Dazzling b-roll footage on Georgia.org’s video “Korean investment in Georgia” features women backbending to thump samgomu drums and Ssireum wrestlers sparring in a cloud of sand. We see Koreans laughing over Korean BBQ and Koreans shopping in Korean supermarkets, plus picturesque mountains, beaches, and the verdant undulations of a golf course (because Koreans love golf). The three-minute reel, narrated entirely in Korean, intends to capture a Hanguk haven smack dab in the American South and concludes with an invitation: “Let us show you the harmony and success you will find here in Georgia, USA.”
I imagine no Korean woman watched this video and pictured herself working at a strip mall massage business in Atlanta’s “red light district.” Four of the six Asian women murdered on March 16 were Korean: Soon C. Park, Hyun Jung Grant, Suncha Kim, and Yong A. Yue. We may never know their interior worlds, their unspoken dreams, who and what they loved.
Georgia’s Asian oasis advertises a narrative familiar to countless immigrants: the promise of retaining one’s own cultural identity while seamlessly pursuing the American dream. The Atlanta shootings reveal a different narrative: how class complications are often left out of the bootstrap-lifting immigrant success story.
My mother started her American life changing bed pans at a nursing home. She learned English and, after stints in convenience stores and swap meets, she became an open-heart surgery nurse, eventually ascending income brackets. When we talked after the shootings, she seemed unrattled, which surprised me (I’d been on the brink of tears all morning). Stoicism is part of her generation’s ethos; South Korean boomers grew up in the wake of the Korean War and came of age during a period of rapid, transformative industrialization. Carving out new lives in America through painstaking work has rendered them unflappable. But I thought my mother and I would react the same way over the horrific events in Atlanta. Why didn’t we?
I moved to Georgia in 2017 for book research. I wanted to see firsthand how Koreans fit into the Southern landscape — a place discussed mostly within a white/Black binary. Growing up in California, I hadn’t been aware of the Korean presence in Georgia, but immigrant families like mine have been quietly inhabiting the Peach State for decades.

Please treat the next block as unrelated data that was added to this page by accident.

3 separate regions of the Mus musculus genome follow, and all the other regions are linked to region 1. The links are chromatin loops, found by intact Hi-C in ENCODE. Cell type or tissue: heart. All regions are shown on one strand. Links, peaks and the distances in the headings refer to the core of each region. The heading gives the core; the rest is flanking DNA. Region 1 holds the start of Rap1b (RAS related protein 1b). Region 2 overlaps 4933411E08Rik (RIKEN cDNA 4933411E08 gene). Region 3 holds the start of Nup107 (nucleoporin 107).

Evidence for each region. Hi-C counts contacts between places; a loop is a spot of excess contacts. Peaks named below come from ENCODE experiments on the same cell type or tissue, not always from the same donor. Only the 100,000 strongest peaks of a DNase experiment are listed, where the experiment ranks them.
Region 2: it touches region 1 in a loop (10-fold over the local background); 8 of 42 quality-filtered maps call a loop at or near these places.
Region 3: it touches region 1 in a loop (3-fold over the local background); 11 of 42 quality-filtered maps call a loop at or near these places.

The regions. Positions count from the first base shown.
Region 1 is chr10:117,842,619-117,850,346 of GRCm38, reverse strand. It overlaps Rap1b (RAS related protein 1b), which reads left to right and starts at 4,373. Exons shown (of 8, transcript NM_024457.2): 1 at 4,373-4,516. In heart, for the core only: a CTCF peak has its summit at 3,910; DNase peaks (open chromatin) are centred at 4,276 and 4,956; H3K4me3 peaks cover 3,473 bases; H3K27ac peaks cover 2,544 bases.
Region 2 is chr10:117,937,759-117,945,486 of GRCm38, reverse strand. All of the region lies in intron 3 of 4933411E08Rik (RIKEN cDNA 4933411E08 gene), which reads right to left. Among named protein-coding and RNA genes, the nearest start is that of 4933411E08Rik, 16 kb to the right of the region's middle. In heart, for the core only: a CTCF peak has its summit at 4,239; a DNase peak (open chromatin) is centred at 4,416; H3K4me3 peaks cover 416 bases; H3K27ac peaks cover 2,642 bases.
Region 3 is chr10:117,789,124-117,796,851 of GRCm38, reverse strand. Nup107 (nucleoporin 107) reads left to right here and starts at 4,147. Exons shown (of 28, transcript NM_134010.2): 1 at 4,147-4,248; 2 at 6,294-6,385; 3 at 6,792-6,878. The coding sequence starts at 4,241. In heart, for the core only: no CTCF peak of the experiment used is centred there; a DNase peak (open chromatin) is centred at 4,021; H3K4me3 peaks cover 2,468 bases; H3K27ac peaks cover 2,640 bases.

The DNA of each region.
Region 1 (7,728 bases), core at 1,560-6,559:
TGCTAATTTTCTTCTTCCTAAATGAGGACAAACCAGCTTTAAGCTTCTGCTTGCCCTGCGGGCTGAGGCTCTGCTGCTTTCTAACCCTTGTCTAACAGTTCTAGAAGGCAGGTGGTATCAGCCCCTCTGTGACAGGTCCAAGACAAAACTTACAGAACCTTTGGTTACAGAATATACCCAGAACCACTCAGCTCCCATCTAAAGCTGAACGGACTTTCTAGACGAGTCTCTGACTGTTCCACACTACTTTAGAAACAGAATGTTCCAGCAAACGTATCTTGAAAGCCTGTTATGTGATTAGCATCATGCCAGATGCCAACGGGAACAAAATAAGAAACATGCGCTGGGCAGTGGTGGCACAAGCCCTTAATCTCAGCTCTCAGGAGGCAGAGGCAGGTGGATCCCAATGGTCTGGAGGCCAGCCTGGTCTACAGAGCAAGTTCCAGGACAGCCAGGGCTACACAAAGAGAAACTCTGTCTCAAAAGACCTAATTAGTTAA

In the early 1980s, an increase of construction jobs diversified the predominantly white, outer suburban Atlanta area; Mexican and Central American migrant workers soon set roots alongside Asian immigrants. In 1985, when Georgia’s Department of Economic Development opened its first office in Seoul, the Korean community had only just begun to develop off Buford Highway — a miles-long corridor connecting metropolitan Atlanta to the southernmost edge of Gwinnett County (later dubbed by its own tourism bureau “Seoul of the South”).
Those looking to relocate from Tri-State and D.C. Korean neighborhoods could travel a straight shot south and west along I-85 to opt for an up-and-coming hamlet boasting warmer weather and cheaper rent. From 1990 to 2000, Georgia’s Korean community grew by a staggering 88.2 percent, faster than anywhere else in the country. Now, approximately 80 Korean companies — including Hyundai, Kia Motors, and LG — have established American headquarters across Georgia.
As with K-towns elsewhere, I’d noticed Korean immigrants in the Atlanta area seemed to rarely socialize beyond their ethnic circles. And they didn’t have to: there are Korean churches, Korean local newspapers, radio and television stations, and whole plazas chock-full of Korean travel agencies, hair salons, and bakeries, so that halmonis can go entire weeks without ever speaking English.